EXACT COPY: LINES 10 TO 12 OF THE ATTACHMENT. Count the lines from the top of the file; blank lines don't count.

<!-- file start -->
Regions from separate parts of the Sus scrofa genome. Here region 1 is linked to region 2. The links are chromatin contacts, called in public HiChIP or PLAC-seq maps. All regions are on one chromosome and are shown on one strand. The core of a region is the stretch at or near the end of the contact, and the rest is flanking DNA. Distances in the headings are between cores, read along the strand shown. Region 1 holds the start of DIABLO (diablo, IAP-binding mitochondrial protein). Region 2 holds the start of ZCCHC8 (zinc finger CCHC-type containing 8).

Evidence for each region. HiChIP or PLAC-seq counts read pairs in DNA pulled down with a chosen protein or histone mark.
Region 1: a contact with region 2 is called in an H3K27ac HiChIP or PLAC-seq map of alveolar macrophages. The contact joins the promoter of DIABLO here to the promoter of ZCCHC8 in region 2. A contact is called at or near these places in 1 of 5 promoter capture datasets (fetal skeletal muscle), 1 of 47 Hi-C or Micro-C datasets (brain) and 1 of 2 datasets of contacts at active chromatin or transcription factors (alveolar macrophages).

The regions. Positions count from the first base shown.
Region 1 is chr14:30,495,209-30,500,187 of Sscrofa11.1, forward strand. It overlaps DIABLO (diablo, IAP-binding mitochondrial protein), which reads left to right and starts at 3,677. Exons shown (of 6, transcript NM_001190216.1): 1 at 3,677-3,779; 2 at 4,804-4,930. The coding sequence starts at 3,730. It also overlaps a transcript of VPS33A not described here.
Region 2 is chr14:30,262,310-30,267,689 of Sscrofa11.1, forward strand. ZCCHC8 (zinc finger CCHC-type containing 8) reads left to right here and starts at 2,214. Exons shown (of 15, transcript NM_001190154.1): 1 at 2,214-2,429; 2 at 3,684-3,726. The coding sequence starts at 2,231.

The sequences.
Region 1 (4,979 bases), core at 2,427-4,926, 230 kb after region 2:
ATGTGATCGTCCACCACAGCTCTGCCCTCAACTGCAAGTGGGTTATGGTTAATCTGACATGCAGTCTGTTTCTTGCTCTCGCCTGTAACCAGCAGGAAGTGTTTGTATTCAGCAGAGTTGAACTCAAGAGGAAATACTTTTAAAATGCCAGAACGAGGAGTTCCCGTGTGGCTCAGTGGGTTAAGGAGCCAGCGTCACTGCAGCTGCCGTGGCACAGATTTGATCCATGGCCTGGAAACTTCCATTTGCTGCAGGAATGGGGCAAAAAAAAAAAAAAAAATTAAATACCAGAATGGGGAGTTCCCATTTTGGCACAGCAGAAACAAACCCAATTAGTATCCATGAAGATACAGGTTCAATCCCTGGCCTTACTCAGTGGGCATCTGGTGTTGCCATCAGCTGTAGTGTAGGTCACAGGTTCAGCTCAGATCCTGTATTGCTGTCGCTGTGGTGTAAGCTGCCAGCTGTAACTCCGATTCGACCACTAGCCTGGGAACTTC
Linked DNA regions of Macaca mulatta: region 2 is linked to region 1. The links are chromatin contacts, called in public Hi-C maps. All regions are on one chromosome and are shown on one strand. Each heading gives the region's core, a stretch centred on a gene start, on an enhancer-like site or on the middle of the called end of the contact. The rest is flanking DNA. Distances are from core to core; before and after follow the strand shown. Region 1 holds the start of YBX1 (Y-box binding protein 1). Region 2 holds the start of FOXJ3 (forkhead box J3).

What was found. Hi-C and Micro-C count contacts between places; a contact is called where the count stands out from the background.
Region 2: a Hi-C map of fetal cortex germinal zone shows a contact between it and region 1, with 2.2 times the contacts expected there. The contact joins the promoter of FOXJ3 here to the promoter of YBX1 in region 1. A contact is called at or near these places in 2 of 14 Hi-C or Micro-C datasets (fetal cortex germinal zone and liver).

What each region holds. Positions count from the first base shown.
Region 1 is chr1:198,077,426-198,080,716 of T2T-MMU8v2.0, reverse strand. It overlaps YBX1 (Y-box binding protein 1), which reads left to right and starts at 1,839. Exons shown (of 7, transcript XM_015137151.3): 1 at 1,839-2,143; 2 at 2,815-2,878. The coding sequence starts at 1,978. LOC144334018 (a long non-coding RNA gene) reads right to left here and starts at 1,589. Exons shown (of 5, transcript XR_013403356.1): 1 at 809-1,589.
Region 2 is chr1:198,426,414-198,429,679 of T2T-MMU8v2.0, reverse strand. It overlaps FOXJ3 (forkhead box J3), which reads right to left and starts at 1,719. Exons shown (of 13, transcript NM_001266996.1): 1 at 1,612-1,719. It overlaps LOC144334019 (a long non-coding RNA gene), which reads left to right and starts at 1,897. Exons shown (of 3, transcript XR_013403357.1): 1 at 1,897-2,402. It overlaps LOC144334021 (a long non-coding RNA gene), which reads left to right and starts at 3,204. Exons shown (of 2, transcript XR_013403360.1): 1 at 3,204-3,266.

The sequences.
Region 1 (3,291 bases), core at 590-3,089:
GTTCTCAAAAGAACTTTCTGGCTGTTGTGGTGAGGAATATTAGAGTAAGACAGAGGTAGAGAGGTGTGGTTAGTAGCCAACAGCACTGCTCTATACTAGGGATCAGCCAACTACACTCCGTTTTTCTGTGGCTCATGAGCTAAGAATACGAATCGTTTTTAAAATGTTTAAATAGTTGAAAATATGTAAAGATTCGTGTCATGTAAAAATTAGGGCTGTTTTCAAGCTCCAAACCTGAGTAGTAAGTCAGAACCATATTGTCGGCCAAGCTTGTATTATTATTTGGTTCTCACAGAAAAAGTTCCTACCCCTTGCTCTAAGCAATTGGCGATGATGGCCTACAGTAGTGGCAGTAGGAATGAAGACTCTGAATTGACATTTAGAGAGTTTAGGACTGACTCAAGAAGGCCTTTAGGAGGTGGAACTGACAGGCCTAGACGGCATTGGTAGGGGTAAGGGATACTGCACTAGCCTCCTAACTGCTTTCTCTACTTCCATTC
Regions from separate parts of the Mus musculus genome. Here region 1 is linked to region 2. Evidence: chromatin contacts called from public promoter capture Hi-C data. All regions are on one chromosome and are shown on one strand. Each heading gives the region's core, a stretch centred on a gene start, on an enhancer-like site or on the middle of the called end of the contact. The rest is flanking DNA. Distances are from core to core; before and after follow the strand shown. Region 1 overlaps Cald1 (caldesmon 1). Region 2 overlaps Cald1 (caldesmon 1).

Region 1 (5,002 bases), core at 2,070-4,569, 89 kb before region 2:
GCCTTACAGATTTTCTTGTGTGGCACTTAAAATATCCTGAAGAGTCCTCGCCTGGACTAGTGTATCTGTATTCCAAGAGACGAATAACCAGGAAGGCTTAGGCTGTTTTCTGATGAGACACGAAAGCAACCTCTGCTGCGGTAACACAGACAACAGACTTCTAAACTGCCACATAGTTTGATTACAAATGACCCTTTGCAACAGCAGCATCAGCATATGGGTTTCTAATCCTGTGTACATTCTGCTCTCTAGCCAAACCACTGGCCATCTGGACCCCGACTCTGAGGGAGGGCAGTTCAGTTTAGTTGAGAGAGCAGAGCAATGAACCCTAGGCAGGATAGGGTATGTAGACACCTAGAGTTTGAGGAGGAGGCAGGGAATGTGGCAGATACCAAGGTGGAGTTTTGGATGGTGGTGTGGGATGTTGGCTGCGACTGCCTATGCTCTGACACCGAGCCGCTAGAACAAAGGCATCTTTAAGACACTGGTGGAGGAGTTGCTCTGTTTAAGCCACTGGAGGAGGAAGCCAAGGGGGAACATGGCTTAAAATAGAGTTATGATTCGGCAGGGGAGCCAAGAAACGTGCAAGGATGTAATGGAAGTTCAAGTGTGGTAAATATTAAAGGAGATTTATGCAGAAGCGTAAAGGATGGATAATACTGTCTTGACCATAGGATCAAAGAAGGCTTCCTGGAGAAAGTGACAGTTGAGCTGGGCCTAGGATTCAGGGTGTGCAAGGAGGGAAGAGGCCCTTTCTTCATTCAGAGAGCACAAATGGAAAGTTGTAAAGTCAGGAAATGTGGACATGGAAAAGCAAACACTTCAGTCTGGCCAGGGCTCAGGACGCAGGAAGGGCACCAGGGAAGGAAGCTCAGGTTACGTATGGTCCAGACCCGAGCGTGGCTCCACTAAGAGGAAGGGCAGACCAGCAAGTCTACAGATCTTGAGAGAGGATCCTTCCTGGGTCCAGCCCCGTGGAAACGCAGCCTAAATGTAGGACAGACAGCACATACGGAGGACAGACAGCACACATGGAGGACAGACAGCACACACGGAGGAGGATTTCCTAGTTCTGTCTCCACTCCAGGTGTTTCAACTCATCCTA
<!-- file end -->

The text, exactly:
Linked DNA regions of Macaca mulatta: region 2 is linked to region 1. The links are chromatin contacts, called in public Hi-C maps. All regions are on one chromosome and are shown on one strand. Each heading gives the region's core, a stretch centred on a gene start, on an enhancer-like site or on the middle of the called end of the contact. The rest is flanking DNA. Distances are from core to core; before and after follow the strand shown. Region 1 holds the start of YBX1 (Y-box binding protein 1). Region 2 holds the start of FOXJ3 (forkhead box J3).

What was found. Hi-C and Micro-C count contacts between places; a contact is called where the count stands out from the background.
Region 2: a Hi-C map of fetal cortex germinal zone shows a contact between it and region 1, with 2.2 times the contacts expected there. The contact joins the promoter of FOXJ3 here to the promoter of YBX1 in region 1. A contact is called at or near these places in 2 of 14 Hi-C or Micro-C datasets (fetal cortex germinal zone and liver).